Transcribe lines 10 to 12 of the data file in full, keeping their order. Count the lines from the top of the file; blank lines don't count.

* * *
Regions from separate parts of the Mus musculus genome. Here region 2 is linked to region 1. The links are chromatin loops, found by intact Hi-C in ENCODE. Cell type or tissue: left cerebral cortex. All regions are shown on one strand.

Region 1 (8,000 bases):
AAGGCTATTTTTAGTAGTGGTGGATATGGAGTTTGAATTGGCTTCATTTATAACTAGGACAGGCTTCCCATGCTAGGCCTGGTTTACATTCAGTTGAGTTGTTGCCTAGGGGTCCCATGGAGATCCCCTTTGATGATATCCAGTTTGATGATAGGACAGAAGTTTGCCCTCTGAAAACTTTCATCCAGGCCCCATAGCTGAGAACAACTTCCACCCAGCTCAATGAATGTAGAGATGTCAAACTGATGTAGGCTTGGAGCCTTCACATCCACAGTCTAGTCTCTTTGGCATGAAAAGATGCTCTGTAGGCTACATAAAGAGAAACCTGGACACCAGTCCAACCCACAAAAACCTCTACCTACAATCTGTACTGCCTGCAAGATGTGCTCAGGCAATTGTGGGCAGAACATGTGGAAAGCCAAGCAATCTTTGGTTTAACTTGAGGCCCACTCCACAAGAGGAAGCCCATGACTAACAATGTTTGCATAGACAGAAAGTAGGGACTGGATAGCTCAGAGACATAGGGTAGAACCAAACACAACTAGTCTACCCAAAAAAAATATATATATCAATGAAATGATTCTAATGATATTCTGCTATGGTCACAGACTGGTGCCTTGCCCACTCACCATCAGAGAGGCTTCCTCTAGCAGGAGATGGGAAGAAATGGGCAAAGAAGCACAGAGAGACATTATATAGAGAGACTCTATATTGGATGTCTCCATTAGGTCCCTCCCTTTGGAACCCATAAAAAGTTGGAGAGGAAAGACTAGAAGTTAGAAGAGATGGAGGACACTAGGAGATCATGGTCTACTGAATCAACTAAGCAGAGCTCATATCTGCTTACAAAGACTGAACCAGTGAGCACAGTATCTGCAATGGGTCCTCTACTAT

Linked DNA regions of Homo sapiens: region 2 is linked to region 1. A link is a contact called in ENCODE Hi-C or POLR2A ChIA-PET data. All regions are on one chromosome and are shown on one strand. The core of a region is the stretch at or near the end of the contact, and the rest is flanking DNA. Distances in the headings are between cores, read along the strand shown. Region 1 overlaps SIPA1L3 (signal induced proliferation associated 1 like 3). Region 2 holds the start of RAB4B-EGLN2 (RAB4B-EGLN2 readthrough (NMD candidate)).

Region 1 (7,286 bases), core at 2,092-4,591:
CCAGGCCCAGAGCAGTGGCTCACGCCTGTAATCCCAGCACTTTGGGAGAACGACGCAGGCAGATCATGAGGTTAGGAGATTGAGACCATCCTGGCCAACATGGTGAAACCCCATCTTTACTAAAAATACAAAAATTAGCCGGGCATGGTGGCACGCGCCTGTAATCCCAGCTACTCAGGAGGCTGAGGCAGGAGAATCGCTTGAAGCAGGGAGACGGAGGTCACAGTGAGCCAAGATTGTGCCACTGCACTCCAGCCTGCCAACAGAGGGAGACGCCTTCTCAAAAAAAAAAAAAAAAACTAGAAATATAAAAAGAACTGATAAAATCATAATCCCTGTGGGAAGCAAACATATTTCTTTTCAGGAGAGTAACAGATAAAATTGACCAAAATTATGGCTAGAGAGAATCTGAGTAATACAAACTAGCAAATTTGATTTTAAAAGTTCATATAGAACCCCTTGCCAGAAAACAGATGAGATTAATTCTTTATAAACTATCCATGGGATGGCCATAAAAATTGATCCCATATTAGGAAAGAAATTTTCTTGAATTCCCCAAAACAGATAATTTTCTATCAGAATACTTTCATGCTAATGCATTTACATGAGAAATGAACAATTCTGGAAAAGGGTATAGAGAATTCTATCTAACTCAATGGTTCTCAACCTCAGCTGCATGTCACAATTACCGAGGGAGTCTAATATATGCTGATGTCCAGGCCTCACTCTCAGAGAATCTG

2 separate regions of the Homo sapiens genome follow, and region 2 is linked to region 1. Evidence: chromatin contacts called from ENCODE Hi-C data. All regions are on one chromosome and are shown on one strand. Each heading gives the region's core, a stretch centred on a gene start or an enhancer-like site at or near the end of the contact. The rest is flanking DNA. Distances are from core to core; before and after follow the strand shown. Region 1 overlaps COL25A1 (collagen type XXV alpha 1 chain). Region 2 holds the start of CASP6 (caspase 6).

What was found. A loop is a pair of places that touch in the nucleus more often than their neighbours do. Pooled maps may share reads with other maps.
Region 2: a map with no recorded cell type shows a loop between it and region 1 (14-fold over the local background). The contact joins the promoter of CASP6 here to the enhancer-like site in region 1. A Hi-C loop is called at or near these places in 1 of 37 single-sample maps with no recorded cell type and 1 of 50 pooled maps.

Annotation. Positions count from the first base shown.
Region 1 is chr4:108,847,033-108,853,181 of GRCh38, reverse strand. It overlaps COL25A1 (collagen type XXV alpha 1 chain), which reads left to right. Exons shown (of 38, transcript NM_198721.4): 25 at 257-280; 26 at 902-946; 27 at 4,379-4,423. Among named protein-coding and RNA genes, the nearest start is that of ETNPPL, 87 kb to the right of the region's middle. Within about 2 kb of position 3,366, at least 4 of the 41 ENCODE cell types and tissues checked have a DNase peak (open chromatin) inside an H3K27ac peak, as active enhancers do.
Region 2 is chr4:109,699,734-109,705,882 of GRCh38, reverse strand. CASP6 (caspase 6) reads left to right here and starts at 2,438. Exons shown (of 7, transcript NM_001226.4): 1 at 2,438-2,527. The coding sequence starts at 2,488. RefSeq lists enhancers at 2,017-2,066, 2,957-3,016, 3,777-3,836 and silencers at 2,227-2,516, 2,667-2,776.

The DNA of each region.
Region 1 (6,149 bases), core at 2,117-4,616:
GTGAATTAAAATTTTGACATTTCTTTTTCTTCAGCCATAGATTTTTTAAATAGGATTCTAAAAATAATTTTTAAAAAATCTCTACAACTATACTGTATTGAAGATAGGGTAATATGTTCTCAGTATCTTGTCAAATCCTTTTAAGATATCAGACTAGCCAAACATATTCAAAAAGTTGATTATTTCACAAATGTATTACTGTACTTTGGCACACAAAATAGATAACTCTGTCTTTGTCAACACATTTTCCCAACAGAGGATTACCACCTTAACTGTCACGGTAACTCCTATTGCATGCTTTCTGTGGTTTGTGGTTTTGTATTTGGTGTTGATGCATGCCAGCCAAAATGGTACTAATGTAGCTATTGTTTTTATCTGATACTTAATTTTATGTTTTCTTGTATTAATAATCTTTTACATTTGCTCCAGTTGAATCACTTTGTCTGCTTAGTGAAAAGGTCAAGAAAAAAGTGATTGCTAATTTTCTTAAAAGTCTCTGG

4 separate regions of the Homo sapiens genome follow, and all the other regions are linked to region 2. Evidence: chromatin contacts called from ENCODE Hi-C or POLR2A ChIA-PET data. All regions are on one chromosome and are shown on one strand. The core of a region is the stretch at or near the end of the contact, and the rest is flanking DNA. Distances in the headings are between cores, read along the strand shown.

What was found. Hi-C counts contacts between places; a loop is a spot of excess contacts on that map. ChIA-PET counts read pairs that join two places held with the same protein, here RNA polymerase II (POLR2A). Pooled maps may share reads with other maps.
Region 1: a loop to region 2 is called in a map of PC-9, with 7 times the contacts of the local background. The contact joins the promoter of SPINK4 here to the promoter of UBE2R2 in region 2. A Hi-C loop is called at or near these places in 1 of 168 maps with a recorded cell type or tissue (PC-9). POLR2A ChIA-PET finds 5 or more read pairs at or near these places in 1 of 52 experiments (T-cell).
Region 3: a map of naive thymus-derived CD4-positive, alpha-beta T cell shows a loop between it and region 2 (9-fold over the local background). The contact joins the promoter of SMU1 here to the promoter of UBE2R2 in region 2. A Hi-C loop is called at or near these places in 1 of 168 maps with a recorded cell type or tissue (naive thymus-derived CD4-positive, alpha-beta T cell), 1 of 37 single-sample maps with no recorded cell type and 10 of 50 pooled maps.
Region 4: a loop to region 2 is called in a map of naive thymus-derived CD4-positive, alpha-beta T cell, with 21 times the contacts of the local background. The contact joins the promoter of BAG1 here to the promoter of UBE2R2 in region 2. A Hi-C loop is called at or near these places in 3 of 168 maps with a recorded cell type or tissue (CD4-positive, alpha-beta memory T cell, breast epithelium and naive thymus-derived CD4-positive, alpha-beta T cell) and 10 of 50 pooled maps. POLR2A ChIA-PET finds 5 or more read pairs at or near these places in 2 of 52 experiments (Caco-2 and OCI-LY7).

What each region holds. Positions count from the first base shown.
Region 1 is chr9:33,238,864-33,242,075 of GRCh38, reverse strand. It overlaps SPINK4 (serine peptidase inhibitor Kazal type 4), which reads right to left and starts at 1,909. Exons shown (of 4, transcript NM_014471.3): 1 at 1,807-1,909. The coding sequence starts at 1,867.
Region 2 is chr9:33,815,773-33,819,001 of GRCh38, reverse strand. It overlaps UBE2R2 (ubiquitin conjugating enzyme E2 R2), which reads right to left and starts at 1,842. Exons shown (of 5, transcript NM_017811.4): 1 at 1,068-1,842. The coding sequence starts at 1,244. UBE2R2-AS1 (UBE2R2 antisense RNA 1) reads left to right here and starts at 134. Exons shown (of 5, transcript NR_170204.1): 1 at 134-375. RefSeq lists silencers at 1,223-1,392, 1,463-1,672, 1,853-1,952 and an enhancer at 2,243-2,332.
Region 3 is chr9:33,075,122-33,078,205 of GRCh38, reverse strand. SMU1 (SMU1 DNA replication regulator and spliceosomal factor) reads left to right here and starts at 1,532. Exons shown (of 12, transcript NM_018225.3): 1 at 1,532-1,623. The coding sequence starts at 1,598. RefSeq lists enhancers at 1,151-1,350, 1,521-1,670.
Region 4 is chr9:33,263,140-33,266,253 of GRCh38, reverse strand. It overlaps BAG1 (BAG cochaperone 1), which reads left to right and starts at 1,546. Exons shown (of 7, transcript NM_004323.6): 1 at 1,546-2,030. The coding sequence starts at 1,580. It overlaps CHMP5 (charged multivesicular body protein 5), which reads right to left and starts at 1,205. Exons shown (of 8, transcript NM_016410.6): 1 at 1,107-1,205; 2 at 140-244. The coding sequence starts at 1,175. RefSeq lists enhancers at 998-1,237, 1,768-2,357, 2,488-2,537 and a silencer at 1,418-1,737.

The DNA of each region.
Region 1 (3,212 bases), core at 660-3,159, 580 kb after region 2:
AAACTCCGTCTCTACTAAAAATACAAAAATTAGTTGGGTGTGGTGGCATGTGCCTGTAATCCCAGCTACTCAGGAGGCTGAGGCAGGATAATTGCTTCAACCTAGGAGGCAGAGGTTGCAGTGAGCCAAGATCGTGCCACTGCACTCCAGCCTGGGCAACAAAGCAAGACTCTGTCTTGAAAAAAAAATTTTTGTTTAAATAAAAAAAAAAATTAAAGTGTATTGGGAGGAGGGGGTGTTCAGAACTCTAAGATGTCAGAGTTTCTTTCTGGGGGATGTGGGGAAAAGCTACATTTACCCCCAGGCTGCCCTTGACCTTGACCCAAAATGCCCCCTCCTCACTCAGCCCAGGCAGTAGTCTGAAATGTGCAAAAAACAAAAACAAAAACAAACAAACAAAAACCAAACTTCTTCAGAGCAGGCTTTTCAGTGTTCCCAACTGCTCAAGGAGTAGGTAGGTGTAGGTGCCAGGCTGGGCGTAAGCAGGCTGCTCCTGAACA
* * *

Annotation. Positions count from the first base shown.
Region 1 is chr4:108,847,033-108,853,181 of GRCh38, reverse strand. It overlaps COL25A1 (collagen type XXV alpha 1 chain), which reads left to right. Exons shown (of 38, transcript NM_198721.4): 25 at 257-280; 26 at 902-946; 27 at 4,379-4,423. Among named protein-coding and RNA genes, the nearest start is that of ETNPPL, 87 kb to the right of the region's middle. Within about 2 kb of position 3,366, at least 4 of the 41 ENCODE cell types and tissues checked have a DNase peak (open chromatin) inside an H3K27ac peak, as active enhancers do.
Region 2 is chr4:109,699,734-109,705,882 of GRCh38, reverse strand. CASP6 (caspase 6) reads left to right here and starts at 2,438. Exons shown (of 7, transcript NM_001226.4): 1 at 2,438-2,527. The coding sequence starts at 2,488. RefSeq lists enhancers at 2,017-2,066, 2,957-3,016, 3,777-3,836 and silencers at 2,227-2,516, 2,667-2,776.